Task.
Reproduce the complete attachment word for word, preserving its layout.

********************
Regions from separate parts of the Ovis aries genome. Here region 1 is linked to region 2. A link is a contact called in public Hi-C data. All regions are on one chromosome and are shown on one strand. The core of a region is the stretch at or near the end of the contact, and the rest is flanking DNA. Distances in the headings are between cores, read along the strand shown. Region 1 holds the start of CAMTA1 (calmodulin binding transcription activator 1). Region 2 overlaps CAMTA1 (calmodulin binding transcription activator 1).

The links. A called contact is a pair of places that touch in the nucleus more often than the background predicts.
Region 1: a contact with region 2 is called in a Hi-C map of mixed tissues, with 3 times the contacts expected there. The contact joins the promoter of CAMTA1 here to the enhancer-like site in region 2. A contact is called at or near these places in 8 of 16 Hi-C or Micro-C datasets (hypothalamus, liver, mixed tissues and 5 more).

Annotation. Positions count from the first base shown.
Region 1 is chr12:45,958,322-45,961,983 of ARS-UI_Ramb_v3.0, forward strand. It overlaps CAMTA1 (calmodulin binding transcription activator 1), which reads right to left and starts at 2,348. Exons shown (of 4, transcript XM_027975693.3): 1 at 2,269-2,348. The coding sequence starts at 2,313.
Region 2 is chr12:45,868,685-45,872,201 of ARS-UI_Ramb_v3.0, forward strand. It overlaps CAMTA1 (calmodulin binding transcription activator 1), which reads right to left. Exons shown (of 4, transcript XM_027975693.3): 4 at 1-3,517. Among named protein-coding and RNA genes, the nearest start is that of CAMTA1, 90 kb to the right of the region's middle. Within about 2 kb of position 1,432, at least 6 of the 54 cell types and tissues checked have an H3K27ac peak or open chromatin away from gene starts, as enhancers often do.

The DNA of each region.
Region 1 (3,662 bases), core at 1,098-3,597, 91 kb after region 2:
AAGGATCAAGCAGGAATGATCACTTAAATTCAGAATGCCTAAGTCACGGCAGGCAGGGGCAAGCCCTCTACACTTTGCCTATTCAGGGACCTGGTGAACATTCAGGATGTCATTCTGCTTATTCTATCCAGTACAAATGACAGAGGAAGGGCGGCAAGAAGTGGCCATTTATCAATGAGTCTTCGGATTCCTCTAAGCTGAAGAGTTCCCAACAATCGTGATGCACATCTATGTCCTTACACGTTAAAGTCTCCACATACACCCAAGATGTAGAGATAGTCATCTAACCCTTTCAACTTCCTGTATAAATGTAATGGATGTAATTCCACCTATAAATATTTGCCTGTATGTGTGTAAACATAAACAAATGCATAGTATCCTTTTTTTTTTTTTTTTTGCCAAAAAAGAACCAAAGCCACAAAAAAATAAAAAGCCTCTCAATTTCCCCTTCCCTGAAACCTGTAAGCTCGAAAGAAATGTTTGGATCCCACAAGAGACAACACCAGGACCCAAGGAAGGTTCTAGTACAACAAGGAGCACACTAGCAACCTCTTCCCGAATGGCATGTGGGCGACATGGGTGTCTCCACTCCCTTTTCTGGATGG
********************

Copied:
Regions from separate parts of the Ovis aries genome. Here region 1 is linked to region 2. A link is a contact called in public Hi-C data. All regions are on one chromosome and are shown on one strand. The core of a region is the stretch at or near the end of the contact, and the rest is flanking DNA. Distances in the headings are between cores, read along the strand shown. Region 1 holds the start of CAMTA1 (calmodulin binding transcription activator 1). Region 2 overlaps CAMTA1 (calmodulin binding transcription activator 1).

The links. A called contact is a pair of places that touch in the nucleus more often than the background predicts.
Region 1: a contact with region 2 is called in a Hi-C map of mixed tissues, with 3 times the contacts expected there. The contact joins the promoter of CAMTA1 here to the enhancer-like site in region 2. A contact is called at or near these places in 8 of 16 Hi-C or Micro-C datasets (hypothalamus, liver, mixed tissues and 5 more).

Annotation. Positions count from the first base shown.
Region 1 is chr12:45,958,322-45,961,983 of ARS-UI_Ramb_v3.0, forward strand. It overlaps CAMTA1 (calmodulin binding transcription activator 1), which reads right to left and starts at 2,348. Exons shown (of 4, transcript XM_027975693.3): 1 at 2,269-2,348. The coding sequence starts at 2,313.
Region 2 is chr12:45,868,685-45,872,201 of ARS-UI_Ramb_v3.0, forward strand. It overlaps CAMTA1 (calmodulin binding transcription activator 1), which reads right to left. Exons shown (of 4, transcript XM_027975693.3): 4 at 1-3,517. Among named protein-coding and RNA genes, the nearest start is that of CAMTA1, 90 kb to the right of the region's middle. Within about 2 kb of position 1,432, at least 6 of the 54 cell types and tissues checked have an H3K27ac peak or open chromatin away from gene starts, as enhancers often do.

The DNA of each region.
Region 1 (3,662 bases), core at 1,098-3,597, 91 kb after region 2:
AAGGATCAAGCAGGAATGATCACTTAAATTCAGAATGCCTAAGTCACGGCAGGCAGGGGCAAGCCCTCTACACTTTGCCTATTCAGGGACCTGGTGAACATTCAGGATGTCATTCTGCTTATTCTATCCAGTACAAATGACAGAGGAAGGGCGGCAAGAAGTGGCCATTTATCAATGAGTCTTCGGATTCCTCTAAGCTGAAGAGTTCCCAACAATCGTGATGCACATCTATGTCCTTACACGTTAAAGTCTCCACATACACCCAAGATGTAGAGATAGTCATCTAACCCTTTCAACTTCCTGTATAAATGTAATGGATGTAATTCCACCTATAAATATTTGCCTGTATGTGTGTAAACATAAACAAATGCATAGTATCCTTTTTTTTTTTTTTTTTGCCAAAAAAGAACCAAAGCCACAAAAAAATAAAAAGCCTCTCAATTTCCCCTTCCCTGAAACCTGTAAGCTCGAAAGAAATGTTTGGATCCCACAAGAGACAACACCAGGACCCAAGGAAGGTTCTAGTACAACAAGGAGCACACTAGCAACCTCTTCCCGAATGGCATGTGGGCGACATGGGTGTCTCCACTCCCTTTTCTGGATGG